Fargo said one option is to compromise and ban TikTok on government-issued devices and school Wi-Fi networks. He said doing this could help keep documents and information safe. 

Depending on each university’s motivation, Fargo said banning TikTok may reassure educators their documents and servers are secure. However, students will still find ways to access the app. 

“Employers have some right to control what their employees do, it’s within the scope of trying to control the actions of their employees,” Fargo said. “There isn’t that same kind of relationship between university and student.” 

While Fargo said it is easy to dismiss the debate surrounding TikTok, it is important to consider how much personal data social media sites collect and buy. 

“It’s one of those doors you hate to see open,” Fargo said. 

In Indiana 

Last December, Rokita filed two lawsuits against TikTok, accusing the company of making false claims concerning its user-data safety and age-appropriate content. The first lawsuit claimed TikTok negatively influenced the behavior of minors by providing content including drug use and profanity. The second suit alleged TikTok had access to sensitive data and personal information. 

Related: [Indiana bill aims to increase transparency in personal data collection]

Purdue University is the first public college in Indiana to ban TikTok on its Wi-Fi.  

Trevor Peters, senior communication specialist at Purdue, said in an emailed statement to the IDS that the ban was enacted due to invasive privacy issues the university claims the app presents. Peters specifically cited concerns regarding the app having access to users’ contacts and locations.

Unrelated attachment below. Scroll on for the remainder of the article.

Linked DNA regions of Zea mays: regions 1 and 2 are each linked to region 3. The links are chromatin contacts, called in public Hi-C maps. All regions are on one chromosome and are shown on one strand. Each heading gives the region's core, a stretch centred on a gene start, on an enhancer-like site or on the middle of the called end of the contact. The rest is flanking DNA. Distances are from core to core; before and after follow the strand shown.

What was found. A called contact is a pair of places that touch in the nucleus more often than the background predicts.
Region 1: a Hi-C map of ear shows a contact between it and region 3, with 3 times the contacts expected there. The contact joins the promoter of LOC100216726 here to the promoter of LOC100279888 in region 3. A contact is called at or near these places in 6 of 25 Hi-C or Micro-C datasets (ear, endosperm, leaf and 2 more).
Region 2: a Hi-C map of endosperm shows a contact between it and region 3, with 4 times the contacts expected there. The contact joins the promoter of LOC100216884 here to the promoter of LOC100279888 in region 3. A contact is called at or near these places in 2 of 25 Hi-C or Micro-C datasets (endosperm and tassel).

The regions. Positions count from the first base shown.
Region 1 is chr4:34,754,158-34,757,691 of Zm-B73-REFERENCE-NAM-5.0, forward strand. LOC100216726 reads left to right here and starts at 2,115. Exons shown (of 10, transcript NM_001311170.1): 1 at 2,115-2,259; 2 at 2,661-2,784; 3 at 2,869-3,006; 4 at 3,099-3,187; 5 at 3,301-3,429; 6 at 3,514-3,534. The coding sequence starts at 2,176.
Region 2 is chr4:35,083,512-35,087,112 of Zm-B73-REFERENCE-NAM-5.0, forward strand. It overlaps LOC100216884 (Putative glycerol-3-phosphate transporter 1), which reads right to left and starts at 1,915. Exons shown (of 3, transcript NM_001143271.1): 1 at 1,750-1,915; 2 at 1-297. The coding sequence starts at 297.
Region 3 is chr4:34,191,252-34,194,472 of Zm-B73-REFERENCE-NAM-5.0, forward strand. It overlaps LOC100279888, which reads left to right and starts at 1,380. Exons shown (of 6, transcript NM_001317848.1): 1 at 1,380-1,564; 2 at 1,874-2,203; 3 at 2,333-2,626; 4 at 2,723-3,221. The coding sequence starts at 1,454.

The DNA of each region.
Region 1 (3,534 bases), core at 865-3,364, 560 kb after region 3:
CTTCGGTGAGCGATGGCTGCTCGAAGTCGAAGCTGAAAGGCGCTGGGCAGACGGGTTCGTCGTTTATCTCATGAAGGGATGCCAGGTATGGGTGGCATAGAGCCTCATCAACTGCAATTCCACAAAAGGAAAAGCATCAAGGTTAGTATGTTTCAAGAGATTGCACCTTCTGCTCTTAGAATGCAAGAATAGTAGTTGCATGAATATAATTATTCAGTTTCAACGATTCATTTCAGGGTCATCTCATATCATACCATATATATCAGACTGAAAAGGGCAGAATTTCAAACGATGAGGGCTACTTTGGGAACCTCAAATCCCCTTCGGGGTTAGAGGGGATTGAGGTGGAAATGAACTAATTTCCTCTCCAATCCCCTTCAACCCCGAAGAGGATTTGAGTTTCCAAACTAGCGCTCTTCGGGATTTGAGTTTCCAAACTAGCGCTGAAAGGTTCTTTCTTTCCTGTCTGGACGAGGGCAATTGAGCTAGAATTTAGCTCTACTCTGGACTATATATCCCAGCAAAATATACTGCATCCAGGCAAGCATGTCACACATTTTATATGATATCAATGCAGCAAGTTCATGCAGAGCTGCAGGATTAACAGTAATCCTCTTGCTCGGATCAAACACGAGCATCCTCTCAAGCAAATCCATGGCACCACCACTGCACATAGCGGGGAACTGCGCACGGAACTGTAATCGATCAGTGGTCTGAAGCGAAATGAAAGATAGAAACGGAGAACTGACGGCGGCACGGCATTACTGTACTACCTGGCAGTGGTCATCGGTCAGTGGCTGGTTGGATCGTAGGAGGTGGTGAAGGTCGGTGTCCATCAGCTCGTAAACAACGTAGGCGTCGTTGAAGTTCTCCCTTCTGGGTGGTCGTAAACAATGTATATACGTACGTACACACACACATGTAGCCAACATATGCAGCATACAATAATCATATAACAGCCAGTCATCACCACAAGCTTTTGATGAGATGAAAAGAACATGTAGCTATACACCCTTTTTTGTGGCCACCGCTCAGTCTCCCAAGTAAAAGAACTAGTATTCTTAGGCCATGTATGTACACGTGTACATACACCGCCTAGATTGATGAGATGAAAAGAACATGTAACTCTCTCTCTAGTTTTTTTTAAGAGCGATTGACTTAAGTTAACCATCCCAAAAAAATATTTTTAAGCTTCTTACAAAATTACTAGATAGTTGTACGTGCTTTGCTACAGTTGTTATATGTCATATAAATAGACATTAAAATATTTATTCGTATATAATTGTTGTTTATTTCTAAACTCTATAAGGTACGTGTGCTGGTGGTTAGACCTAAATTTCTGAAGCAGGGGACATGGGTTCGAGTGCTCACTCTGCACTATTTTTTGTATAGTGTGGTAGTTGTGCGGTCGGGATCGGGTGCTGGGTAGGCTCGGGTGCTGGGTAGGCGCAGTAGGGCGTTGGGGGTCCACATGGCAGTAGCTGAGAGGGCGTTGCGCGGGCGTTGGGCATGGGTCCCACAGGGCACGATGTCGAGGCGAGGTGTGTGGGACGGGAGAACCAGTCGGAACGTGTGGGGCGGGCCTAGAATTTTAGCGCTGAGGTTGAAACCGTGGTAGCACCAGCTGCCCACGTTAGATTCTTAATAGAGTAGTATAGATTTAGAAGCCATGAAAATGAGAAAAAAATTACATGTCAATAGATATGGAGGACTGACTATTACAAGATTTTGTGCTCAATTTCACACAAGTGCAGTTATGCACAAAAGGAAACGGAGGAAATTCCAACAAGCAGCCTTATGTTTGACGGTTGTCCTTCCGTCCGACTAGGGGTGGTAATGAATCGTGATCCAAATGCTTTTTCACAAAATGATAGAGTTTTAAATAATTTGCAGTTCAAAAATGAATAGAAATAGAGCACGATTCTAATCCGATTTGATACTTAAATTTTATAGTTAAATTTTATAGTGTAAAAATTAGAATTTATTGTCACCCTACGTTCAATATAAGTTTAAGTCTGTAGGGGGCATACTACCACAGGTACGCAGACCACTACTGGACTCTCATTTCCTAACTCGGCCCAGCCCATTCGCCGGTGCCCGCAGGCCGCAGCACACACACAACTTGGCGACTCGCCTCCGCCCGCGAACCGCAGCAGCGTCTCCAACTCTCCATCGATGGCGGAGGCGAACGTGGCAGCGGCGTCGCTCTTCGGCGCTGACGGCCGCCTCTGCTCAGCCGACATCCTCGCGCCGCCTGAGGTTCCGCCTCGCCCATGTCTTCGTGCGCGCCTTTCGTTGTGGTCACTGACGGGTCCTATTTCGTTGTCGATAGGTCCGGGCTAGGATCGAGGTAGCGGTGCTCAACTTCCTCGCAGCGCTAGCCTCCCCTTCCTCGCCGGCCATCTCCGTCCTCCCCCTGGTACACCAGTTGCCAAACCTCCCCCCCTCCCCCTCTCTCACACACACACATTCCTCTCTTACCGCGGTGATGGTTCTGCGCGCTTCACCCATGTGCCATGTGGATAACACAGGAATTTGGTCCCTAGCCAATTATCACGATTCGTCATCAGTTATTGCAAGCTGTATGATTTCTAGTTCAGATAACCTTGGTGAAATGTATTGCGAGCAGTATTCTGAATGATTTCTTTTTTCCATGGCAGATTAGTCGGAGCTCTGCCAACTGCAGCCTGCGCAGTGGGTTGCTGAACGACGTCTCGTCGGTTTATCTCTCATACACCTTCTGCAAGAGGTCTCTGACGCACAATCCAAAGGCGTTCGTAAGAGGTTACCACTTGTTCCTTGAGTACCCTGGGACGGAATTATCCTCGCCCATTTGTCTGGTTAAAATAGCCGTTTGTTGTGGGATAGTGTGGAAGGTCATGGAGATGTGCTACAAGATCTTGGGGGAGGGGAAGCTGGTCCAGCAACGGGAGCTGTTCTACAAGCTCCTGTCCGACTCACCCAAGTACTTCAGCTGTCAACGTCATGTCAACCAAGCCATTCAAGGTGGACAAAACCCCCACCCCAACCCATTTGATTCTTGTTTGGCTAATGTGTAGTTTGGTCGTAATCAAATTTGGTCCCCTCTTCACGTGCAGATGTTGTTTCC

Raina Ricely, a freshman at Purdue, said she is not surprised Purdue decided to ban the app. While she does not have TikTok, she understands why the app is problematic. After the ban, she said students have still been able to use TikTok using cellular data. 

“I understand that TikTok’s lack of cyber security is cause for concern, but I think that there are other tech companies that are just as guilty,” Ricely said. “I think a lot of students are really annoyed by the university’s decision.” 

Amanda Roach, interim director of strategic communications at IU, said in an email statement to the IDS that the university will continue to observe how other universities deal with TikTok and the impact of those decisions.  

“Our priority remains focused on ensuring that our students, faculty, and staff have access to the resources they need to stay safe online, and protect both personal and university data,” Roach said in the statement.  

IU senior Maggie Joseph said a potential TikTok ban at IU would not affect her because she only uses the app when off campus. Even though she said she was concerned, she still regularly continues to use the app. 

IU sophomore Christian Oates said he uses TikTok to consume and create content. While he is concerned about his data privacy and is careful when choosing what data apps and websites can collect, he said he would not delete TikTok. 

“I can’t delete it,” Oates said. “I’m in too deep.” 

Oates said he does not think it is a good idea for universities to ban TikTok because the app provides more pros than cons. For Oates, the app is a way to find information, express oneself and find a community.  

“They try to say it’s for the safety of their students, but in the end, it might just be to protect themselves,” Oates said.